Good-Grace Marriages

Good-Grace Marriages

Have you not read that He who created them from the beginning made them male and female, and said, “For this reason a man shall leave his father and mother and be joined to his wife, and the two shall become one flesh”?
–Matthew 19:4-5

A lot of Christians treat biblical commands about marriage like the instructions in the owner’s manual for their car. Ideally, you should not idle with the engine on–but if you do that, no real harm done, right? In the same way, they say, “Ideally, you should not marry an unbeliever, have an affair, or get divorced–but if you do those things, no lasting damage.”

That is what you call bad grace. Good grace recognizes that while violating God’s commands is forgivable, it still has consequences. In Deuteronomy 11, Moses told the Israelites, “I am setting before you today a blessing and a curse: the blessing, if you listen to the commandments of the Lord your God . . . and the curse, if you do not listen to the commandments of the Lord your God” (vv. 26-28). If you obey, you experience God’s blessing; if you disobey, you experience God’s curse. And nowhere is the corollary between obedience and blessing seen more clearly than when it comes to the family.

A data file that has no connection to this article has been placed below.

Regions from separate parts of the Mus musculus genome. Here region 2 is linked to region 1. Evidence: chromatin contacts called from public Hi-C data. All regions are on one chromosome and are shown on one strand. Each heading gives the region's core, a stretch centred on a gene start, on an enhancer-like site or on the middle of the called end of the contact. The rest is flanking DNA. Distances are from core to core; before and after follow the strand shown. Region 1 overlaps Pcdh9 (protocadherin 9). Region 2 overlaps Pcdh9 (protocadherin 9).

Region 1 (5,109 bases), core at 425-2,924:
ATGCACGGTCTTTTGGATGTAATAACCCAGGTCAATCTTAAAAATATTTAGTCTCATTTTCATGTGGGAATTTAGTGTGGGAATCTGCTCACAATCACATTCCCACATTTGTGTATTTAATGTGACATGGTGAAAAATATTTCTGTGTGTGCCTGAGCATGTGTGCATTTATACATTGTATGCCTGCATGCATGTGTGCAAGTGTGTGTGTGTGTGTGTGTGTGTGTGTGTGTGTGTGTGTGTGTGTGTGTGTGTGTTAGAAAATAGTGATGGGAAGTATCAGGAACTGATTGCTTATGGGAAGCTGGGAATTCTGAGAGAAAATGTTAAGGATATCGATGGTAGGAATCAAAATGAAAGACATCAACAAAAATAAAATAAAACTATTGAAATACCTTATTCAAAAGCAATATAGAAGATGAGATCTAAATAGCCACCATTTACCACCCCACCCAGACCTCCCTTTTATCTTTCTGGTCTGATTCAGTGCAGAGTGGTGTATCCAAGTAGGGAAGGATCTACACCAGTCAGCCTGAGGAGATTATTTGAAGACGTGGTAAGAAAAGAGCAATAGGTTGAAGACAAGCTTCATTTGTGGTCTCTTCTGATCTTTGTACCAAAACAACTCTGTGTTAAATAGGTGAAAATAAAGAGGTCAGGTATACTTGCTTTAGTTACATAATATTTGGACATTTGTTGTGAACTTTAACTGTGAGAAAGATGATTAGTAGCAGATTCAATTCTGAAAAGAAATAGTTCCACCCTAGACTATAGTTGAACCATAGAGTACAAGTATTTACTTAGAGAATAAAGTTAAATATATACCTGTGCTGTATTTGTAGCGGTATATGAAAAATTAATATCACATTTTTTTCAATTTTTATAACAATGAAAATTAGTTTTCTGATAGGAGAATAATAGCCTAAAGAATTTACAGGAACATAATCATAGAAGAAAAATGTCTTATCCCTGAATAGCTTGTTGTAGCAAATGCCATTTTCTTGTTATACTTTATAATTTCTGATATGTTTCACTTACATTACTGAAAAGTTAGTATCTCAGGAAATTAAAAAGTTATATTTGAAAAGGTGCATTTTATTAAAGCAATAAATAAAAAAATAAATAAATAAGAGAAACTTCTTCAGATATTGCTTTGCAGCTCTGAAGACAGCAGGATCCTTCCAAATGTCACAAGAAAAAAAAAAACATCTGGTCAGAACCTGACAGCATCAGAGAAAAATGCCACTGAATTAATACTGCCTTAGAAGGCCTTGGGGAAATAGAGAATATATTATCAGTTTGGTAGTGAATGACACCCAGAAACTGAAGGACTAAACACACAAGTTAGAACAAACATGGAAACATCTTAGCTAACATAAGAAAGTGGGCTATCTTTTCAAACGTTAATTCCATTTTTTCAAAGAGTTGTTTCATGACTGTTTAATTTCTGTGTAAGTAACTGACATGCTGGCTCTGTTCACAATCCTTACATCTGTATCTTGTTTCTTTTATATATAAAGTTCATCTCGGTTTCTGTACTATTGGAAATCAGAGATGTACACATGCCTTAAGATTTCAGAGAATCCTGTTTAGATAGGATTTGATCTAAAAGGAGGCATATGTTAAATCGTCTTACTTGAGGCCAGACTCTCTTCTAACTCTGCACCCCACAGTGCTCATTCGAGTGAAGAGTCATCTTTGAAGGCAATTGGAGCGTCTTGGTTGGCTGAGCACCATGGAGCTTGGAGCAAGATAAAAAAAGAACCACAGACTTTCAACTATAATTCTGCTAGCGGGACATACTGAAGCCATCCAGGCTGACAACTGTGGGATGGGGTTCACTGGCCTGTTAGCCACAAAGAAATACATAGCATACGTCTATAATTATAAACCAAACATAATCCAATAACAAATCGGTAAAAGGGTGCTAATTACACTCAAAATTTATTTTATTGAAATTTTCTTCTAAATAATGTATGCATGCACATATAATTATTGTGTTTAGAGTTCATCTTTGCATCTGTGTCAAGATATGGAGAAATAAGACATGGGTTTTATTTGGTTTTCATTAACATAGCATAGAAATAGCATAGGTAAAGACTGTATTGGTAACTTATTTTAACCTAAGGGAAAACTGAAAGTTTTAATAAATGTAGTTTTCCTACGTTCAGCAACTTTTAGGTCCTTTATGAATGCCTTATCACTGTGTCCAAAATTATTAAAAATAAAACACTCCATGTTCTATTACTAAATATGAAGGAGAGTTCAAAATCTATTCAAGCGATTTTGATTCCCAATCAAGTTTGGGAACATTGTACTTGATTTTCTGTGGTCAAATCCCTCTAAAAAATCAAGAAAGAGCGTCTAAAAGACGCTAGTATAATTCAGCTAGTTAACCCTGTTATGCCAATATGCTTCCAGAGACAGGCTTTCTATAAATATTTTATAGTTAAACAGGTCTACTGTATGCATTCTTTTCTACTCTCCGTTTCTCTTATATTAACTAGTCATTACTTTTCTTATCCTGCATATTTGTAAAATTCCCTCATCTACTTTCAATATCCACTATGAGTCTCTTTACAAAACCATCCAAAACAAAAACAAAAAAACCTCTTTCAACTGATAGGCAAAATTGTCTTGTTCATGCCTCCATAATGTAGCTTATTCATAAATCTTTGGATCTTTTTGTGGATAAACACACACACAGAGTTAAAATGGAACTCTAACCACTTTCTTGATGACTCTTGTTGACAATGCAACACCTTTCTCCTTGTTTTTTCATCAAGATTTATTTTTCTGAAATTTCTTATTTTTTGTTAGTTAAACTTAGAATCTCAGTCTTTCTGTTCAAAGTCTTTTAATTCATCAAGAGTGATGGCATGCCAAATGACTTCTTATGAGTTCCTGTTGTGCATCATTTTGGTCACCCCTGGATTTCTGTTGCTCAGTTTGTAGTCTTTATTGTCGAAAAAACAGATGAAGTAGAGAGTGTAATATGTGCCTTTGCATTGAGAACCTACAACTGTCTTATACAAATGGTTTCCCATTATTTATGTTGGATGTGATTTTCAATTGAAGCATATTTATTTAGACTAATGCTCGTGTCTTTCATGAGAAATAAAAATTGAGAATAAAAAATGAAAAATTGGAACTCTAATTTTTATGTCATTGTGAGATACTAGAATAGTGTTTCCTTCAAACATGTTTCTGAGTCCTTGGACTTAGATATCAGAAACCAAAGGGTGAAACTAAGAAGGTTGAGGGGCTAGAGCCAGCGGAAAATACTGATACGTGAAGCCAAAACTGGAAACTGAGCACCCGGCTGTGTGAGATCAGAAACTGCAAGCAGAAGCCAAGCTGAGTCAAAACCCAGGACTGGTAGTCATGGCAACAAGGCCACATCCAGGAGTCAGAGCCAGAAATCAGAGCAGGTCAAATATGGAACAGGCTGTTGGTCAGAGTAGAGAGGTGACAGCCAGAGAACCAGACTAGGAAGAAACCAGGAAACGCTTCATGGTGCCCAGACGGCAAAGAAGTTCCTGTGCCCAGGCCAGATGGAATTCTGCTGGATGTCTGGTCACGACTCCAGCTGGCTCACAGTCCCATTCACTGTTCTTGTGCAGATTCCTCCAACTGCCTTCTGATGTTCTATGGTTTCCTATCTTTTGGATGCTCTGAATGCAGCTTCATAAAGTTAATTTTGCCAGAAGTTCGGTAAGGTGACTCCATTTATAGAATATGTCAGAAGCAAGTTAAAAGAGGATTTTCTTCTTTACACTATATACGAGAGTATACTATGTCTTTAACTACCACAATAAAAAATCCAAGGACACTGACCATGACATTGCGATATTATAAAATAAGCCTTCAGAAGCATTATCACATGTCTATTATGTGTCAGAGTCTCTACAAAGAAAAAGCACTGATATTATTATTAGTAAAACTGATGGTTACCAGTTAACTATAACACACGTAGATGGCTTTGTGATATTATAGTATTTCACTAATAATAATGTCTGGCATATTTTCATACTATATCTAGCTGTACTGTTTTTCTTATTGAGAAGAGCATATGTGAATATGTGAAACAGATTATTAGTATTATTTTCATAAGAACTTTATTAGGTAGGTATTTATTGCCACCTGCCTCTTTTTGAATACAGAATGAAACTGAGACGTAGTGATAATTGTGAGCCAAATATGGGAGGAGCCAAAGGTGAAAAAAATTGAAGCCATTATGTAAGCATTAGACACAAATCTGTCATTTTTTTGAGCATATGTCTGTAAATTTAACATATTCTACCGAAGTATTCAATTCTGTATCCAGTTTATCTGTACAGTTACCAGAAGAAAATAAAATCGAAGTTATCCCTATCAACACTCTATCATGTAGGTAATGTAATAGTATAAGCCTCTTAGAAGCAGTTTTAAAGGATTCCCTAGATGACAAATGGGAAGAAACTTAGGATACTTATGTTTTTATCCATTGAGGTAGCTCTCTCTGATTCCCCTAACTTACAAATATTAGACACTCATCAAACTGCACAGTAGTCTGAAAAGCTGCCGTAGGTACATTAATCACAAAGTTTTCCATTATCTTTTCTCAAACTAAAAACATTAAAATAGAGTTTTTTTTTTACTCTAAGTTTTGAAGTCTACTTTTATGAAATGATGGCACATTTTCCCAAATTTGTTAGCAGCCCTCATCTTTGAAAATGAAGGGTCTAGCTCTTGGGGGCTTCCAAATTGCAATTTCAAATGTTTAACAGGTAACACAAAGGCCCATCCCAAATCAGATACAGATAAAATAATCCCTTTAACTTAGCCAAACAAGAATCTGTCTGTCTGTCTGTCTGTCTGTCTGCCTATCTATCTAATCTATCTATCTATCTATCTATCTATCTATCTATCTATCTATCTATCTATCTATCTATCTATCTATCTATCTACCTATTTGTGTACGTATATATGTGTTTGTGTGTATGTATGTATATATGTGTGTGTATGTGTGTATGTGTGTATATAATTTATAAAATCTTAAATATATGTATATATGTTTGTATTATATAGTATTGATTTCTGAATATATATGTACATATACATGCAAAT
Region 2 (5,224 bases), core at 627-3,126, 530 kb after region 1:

Good grace understands that we have to follow God’s commands about whom to marry, and one of the boundaries God has put in place is that marriage must be with a member of the opposite sex. In Matthew 19, when the Pharisees asked Jesus about divorce, He pointed them back to God’s original plan for marriage: “Have you not read that He who created them from the beginning made them male and female, and said, ‘For this reason a man shall leave his father and mother and be joined to his wife, and the two shall become one flesh’?” (vv. 4-5).

Jesus was reiterating what every plumber knows: sex is to be between opposites. Before God made Eve, He said, “I will make [Adam] a helper suitable for him” (Genesis 2:18). That word “suitable” in Hebrew literally means “opposite.” God made your spouse to complement you and make a more powerful union. Theologian John Piper explained it this way: “A different kind of unity is enjoyed by the joining of diverse counterparts than is enjoyed by joining two things just alike. When we all sing the same melody line it is called ‘unison,’ which means ‘one sound.’ But when we unite diverse lines of soprano and alto and tenor and bass, we call it harmony, and everyone who has an ear to hear knows that something is touched in us more deeply by great harmony than by unison. So God made a woman and not another man.” Marriage is not whatever you want it to be; marriage is between a man and a woman.

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Today’s devotion is excerpted from “Good-Grace Marriages” by Dr. Robert Jeffress, 2020.

John Piper, “Brothers, We Are Not Professionals” (Nashville: B&H, 2013), 272.

Scripture quotations taken from the (NASB®) New American Standard Bible®, Copyright © 1960, 1971, 1977, 1995 by The Lockman Foundation. Used by permission. All rights reserved. www.lockman.org